Tunnel Creek ("the spooky tunnel") is fascinating and fun
. We begin to discover what totally hopeless campers we are as all 4 torches are flat and the batteries are left charging in the van in Derby.( I stand firm in apportioning all blame to Leah and Pete as I have packed in a hungover,sleep deprived haze.) Tunnel Creek was the hideout for Jandamarra- a fighter for Aboriginal rights who evaded police for several years by using the tunnel as a retreat. We do the 1.5 km walk wading through the water (there's small freshies in here!) with bats flying overhead in faltering torchlight. My $2 thongs (obviously a poor footwear choice) get stuck in the mudhave a blowout and Jake is over in the water in no time. It's all very freaky and great fun. There are crystals and fairylands and Jandamarra hideyholes everywhere. The rock is some of the most beautiful stuff I've ever seen-huge white marblelike boulders streaked with red,pink and grey,cold and smooth,smooth,silky,baby backside smooth.
Onto Windjana Gorge.This gorge is carved by the Lennard River through the Napier Range exposing the ancient Devonian reef. Basically over 350 million years ago this area was all a shallow sea and this was the barrier reef on the edge.We see a fossilized nautiloid-a prehistoric crustacean-in the limestone
. What an education for the kids. Archer fish are clearly visible in the green water. The kids and the big kid have run ahead and I hear their exclamations as they start to see the crocs. Theres about 70 freshwater crocs floating like fat toddlers with floaties on their chubby limbs,lying around ,open mouthed (temp regulation). We stand about 2 metres from them,most are only small but some are big enough to make my heart pound and I maintain a firm grip on Jake.They seem completely unfazed by us tourists. The gorge is picturesque with black walls,green water and white rocks and of course I snap about 27 million photos before we leave to set up camp.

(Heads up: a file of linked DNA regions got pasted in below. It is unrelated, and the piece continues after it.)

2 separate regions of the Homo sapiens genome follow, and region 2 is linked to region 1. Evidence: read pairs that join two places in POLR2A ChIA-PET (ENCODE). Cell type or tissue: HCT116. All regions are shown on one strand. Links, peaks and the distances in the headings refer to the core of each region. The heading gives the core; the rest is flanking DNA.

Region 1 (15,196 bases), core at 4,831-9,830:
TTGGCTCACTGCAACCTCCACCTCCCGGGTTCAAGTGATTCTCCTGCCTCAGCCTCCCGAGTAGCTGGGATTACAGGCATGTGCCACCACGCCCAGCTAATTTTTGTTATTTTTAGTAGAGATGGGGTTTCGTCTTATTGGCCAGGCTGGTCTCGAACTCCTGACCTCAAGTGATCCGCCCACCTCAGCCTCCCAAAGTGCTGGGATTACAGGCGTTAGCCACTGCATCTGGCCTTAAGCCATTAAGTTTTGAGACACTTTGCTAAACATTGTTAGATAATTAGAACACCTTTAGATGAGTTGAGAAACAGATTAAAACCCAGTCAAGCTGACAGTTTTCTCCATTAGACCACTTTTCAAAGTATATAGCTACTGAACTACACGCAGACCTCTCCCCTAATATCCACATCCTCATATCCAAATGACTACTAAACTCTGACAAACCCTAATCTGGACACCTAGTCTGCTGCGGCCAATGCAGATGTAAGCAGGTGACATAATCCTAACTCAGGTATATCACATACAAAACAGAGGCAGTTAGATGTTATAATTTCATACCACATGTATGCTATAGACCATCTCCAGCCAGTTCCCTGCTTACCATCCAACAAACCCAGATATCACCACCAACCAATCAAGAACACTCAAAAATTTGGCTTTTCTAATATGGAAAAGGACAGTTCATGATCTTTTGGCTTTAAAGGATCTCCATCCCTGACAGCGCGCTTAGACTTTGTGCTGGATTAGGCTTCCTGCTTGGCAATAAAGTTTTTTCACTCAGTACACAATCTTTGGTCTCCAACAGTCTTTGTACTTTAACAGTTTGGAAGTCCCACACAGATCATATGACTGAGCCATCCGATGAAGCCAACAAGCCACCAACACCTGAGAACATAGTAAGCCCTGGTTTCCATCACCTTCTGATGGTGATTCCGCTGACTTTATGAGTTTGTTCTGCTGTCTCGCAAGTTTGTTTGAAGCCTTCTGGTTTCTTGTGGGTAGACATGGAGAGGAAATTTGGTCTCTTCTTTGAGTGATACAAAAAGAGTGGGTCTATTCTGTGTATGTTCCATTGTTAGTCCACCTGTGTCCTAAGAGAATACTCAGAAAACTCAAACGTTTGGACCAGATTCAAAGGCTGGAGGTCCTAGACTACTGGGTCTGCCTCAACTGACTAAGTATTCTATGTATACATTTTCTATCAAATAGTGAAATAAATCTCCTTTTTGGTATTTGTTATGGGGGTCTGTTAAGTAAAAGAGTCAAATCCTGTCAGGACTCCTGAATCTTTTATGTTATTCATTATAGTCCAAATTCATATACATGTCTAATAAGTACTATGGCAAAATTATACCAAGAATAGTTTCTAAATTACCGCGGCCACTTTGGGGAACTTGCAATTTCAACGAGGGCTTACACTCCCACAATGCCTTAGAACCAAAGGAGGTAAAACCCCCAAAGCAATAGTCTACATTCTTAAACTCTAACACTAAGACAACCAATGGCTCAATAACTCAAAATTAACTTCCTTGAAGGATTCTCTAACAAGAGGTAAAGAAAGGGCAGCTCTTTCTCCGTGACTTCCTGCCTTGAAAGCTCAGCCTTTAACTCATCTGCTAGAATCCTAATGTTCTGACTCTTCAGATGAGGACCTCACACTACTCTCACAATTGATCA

We have carted around 2 small pop up 3 man tents for the last 3 months for occasions like this.Unfortunately it appears I have only packed 1 of them and the other mystery item is the insert of the Oztrail shade shelter (with no frame to hold it up). Never fear, Bear Grylls Crouty is here. He strings it up from some spindly trees and we sleep exposed to one and all ( sleep being an optimistic desciption-there's a steady stream of retirees with weak bladders walking by with super bright torches all night long
. It is full on snake country out here)
Sunday morning we head off to Silent Grove campsite over corrugated red roads (after doing a trade with nearby camper,her matches for my Nurofen) When I camped here years ago we drove down the dry riverbed to camp in swags at the top of the waterfall but it now an established campsite 10km out of the gorge with loos and solar showers and shady trees, We perfect the net tent and take the compliments of passerbys ("what a good idea,so cool"-cool alright,we froze that night!)
The walk into Bells gorge is pretty and fairly challenging,once again the kids are fantastic,no complaining ,just pure excitement as the scenery ramps up around every corner. It's stunning both above the falls and down at the huge cool waterhole at the base. The photos will do it more justice than my words can.
Gibb River Road-the iconic stretch of road that boasts some of the most spectacular scenery in the Kimberley. Originally we had planned to spend about 2 weeks travelling this area but due to cicumstances this is whittled down to 2 nights.Again I have shelved memories of Bell's Gorge up there in the mystical,magical,unlikely to ever be repeated in this lifetime shelf so I am slightly anxious that it will disappoint. It doesn't.Like so many places seeing them again through the eyes of the kids rather than through beer goggles and youth is just as fantastic and adds a whole extra dimension.